Druva Pushes Partners To Embrace Cloud As Business Focus With New Channel Program

Druva's new Compass channel program, so-called because it is aimed at helping channel partners on their journey to digital transformation, gives partners the tools and information to build predictable business models around monthly recurring revenue.


Cloud-focused data protection and data management vendor Druva this week launched a new channel program targeting solution providers looking to better use the cloud to help modernize their business with a more revenue-focused business push.

The new Druva Compass program is aimed at helping partners become part of the overall disruption in the data protection and data management market, said Timm Hoyt, vice president of global partner sales and alliances for the Sunnyvale, Calif.-based vendor.

"We want to help partners with their SaaS business, both with our offering and on the extra technologies they can bring to customers at the same time," Hoyt told CRN. "We want to build a strong profitability model that is differentiated from the capex and other models out there."

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Druva's offerings are unique in their cloud-native nature, Hoyt said.

"There are companies out there with gateways to the cloud," he said. "And there are companies like Druva that are cloud-native. In our experience, many traditional resellers are looking at how to move from on-prem to the cloud."

Druva CEO Jaspreet Singh told CRN that the movement of channel partners to a SaaS model, including around data protection, is still in the early stages.

"Most partners are still looking at how to build a long-term SaaS business model," Singh said. "They need help moving forward."

Druva is looking to provide that help in three ways, Hoyt said.

First, the company is launching a self-service accreditation program as part of Druva Compass to provide channel partner account managers with help in developing better business accounts, he said.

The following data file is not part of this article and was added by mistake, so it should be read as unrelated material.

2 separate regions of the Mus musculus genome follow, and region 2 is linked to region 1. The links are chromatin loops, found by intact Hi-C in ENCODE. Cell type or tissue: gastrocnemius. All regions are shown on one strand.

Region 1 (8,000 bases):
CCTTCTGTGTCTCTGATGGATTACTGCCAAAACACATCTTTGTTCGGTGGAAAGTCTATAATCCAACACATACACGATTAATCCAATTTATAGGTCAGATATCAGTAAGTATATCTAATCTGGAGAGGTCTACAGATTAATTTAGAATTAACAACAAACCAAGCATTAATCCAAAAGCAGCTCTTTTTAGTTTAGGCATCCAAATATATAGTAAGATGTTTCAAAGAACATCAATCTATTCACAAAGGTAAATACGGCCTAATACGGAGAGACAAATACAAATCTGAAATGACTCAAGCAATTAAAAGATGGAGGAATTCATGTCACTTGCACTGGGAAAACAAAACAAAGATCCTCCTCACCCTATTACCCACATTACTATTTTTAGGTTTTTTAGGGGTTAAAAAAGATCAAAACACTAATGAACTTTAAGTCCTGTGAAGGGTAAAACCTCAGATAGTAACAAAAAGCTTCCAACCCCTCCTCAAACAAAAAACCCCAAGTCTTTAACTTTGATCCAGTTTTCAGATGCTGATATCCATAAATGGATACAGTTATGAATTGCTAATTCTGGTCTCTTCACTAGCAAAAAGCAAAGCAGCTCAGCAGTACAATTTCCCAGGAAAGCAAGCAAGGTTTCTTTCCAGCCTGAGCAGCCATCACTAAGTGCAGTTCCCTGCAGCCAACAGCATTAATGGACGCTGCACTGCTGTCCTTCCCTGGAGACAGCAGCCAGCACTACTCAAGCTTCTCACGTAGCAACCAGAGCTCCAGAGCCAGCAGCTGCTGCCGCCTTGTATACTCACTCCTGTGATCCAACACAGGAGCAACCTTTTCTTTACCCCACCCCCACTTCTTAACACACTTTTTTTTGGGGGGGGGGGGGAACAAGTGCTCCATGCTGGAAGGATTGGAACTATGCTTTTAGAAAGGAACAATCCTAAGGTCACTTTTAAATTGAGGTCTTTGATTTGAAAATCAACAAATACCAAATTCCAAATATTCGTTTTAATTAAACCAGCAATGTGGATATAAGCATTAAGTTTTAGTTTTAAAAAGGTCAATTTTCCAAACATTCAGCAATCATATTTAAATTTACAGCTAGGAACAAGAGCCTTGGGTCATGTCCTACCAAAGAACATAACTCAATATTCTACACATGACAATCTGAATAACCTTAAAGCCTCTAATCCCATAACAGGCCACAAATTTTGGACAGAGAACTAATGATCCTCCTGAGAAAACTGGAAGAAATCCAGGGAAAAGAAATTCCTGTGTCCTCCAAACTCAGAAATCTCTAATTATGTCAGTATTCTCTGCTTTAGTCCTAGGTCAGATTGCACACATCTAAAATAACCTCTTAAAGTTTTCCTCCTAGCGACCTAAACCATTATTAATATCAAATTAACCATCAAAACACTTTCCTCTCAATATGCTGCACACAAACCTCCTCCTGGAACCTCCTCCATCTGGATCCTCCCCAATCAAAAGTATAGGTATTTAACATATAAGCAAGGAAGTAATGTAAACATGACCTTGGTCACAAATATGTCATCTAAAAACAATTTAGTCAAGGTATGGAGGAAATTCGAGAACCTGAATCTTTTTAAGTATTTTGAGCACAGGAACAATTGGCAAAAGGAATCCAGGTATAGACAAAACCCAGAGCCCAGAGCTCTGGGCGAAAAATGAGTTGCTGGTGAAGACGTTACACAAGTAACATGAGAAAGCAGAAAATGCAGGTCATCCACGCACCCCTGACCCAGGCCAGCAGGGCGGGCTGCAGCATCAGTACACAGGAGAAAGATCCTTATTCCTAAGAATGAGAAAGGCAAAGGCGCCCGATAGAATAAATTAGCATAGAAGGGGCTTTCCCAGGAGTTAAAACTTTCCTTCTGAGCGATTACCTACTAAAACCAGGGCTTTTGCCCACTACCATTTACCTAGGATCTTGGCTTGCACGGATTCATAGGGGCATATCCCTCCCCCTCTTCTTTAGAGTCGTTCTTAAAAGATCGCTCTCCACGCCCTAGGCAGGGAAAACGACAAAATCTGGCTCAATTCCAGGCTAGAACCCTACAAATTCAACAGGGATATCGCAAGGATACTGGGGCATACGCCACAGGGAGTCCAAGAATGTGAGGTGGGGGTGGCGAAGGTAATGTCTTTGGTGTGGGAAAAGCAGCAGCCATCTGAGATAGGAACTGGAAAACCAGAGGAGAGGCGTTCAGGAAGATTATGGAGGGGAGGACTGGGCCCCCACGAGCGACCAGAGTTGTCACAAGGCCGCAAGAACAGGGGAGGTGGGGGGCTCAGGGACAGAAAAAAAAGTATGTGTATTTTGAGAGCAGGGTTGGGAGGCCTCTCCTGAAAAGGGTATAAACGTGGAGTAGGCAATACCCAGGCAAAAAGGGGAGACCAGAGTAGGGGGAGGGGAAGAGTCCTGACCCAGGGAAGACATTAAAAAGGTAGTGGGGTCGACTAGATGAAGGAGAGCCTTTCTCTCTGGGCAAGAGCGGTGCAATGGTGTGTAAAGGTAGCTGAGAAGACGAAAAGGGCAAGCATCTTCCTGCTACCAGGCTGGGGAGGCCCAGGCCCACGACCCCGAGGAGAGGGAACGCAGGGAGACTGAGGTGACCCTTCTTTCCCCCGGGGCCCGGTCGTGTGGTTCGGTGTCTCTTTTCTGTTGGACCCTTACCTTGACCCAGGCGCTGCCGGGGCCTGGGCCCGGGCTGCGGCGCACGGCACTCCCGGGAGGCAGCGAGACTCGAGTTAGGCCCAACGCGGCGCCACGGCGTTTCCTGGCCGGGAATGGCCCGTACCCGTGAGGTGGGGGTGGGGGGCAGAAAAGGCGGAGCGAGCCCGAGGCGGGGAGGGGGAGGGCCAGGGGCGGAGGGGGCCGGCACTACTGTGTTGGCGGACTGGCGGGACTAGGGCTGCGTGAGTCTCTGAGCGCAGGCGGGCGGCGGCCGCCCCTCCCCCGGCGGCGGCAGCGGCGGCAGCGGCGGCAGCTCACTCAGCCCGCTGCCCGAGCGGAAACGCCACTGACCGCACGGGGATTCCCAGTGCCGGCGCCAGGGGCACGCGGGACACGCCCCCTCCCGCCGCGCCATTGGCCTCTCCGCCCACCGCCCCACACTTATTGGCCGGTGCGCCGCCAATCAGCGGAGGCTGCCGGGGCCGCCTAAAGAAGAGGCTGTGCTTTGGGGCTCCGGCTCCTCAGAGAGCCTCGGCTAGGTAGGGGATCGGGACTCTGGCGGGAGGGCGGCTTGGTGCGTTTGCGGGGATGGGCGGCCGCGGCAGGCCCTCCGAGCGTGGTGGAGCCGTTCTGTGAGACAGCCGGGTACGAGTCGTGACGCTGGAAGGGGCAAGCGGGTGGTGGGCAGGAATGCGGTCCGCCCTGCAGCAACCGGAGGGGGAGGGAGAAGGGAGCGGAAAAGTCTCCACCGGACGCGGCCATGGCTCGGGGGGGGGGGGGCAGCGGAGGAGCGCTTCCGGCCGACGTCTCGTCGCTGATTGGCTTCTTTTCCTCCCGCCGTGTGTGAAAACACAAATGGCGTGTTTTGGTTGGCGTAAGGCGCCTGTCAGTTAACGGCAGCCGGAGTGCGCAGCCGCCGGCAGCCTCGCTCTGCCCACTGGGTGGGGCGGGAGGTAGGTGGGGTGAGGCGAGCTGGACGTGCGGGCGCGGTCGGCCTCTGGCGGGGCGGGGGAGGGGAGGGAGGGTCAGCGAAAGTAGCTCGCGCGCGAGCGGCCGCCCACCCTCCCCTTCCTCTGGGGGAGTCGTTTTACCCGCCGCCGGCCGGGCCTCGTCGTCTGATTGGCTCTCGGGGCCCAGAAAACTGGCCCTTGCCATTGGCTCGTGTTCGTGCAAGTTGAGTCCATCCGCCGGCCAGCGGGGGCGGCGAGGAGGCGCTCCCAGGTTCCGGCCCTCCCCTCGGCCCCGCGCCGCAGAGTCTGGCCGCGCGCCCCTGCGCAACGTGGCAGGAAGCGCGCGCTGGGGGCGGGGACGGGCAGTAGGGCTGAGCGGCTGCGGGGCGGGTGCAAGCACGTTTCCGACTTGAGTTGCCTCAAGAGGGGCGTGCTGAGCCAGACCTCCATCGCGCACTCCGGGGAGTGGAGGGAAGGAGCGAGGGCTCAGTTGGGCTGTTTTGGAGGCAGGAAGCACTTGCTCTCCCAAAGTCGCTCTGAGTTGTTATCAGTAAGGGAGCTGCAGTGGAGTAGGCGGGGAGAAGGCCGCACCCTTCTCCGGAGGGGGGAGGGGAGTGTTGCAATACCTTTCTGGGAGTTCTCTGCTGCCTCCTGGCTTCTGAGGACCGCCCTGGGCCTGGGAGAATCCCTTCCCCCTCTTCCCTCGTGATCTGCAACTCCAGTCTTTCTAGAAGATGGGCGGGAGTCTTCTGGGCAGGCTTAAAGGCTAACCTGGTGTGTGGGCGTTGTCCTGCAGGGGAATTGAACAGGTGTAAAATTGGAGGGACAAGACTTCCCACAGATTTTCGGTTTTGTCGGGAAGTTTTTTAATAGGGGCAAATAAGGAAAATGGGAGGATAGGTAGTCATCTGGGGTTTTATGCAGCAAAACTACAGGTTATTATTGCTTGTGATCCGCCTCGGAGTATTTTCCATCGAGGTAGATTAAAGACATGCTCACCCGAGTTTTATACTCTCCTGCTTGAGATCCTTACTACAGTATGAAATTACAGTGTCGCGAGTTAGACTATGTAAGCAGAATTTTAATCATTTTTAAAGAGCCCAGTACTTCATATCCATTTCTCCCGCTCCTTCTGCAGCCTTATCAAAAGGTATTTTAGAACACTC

"This includes the core technology, use cases, and help with developing the skills every reseller and MSP need to drive the business on their own," he said.

The second is turnkey marketing campaigns that let partners run their own campaigns on a one-to-one or one-to-many basis, and can be aimed at existing customers or new logos, he said.

The third is to help partners build predictable models, including helping them understand the math behind recurring revenue and margins and help them take advantage of a product that sees some customers increasing usage by up to 130 percent a year, Hoyt said.

"We want to help partners expand," he said. "For example, a customer can start with Office 265, but may want to take the Druva technology to other applications including their file structures or virtualized infrastructures."

Druva has proven to be a solid, channel-friendly vendor partner, said Eduardo Figueredo, practice lead for data protection at RoundTower Technologies, a Cincinnati, Ohio-based solution provider which has worked with the vendor since early this year.

"Sometimes, with new relationships, manufacturers expect leads to flow to them," Figueredo told CRN. "Druva is not the same. They've been pushing leads to us, and we've closed some already. When a manufacturer brings leads in early, it gives us some early successes and makes it easier for us to grow."

Formalizing a channel program around certification programs is an important move, Figueredo said.

"When we decide to enter a developmental relationship with a vendor, we pour resources into the relationship depending on partner support," he said. "We want to move up the ladder with the vendor. But we don't want it too easy."

Learning new ways to improve monthly recurring revenue, or MRR, is key to building long-term partnerships with vendors and clients, Figueredo said.

"In our financing department, MRR is gold," he said. "It's the financing folks' favorite kind of revenue. With it, we stat the year knowing what's already coming in. So there's no big revenue up-front, but it's predictable. Druva has a subscription-only model with no up-front capital expenses for customers. This not only benefits us with steady, predictable revenue, but is also good for customers who are looking for new data protection infrastructure and don't want to bring in an up-front expense. Those customers don't get buyers remorse because they know they are paying by the month, and that they can change easily if they aren't happy."

Druva is currently looking to recruit new channel partners, particularly born-in-the-cloud partners who have a deep understanding of the cloud and traditional partners looking for a way to modernize their capabilities before they get disrupted by the cloud, Hoyt said.

"We can help them modernize their offerings and look at what they need to thrive as a services provider," he said.

Druva is still not yet a profitable company because it has been focused on growing the business, Singh said. The company last week unveiled a new $130-million round of funding with a focus on growth.

"We're still funding our growth," he said. "We're not a capex business, so we're not burning a lot of cash. We're still focused on high growth, and we have a three-year horizon for looking at profitability."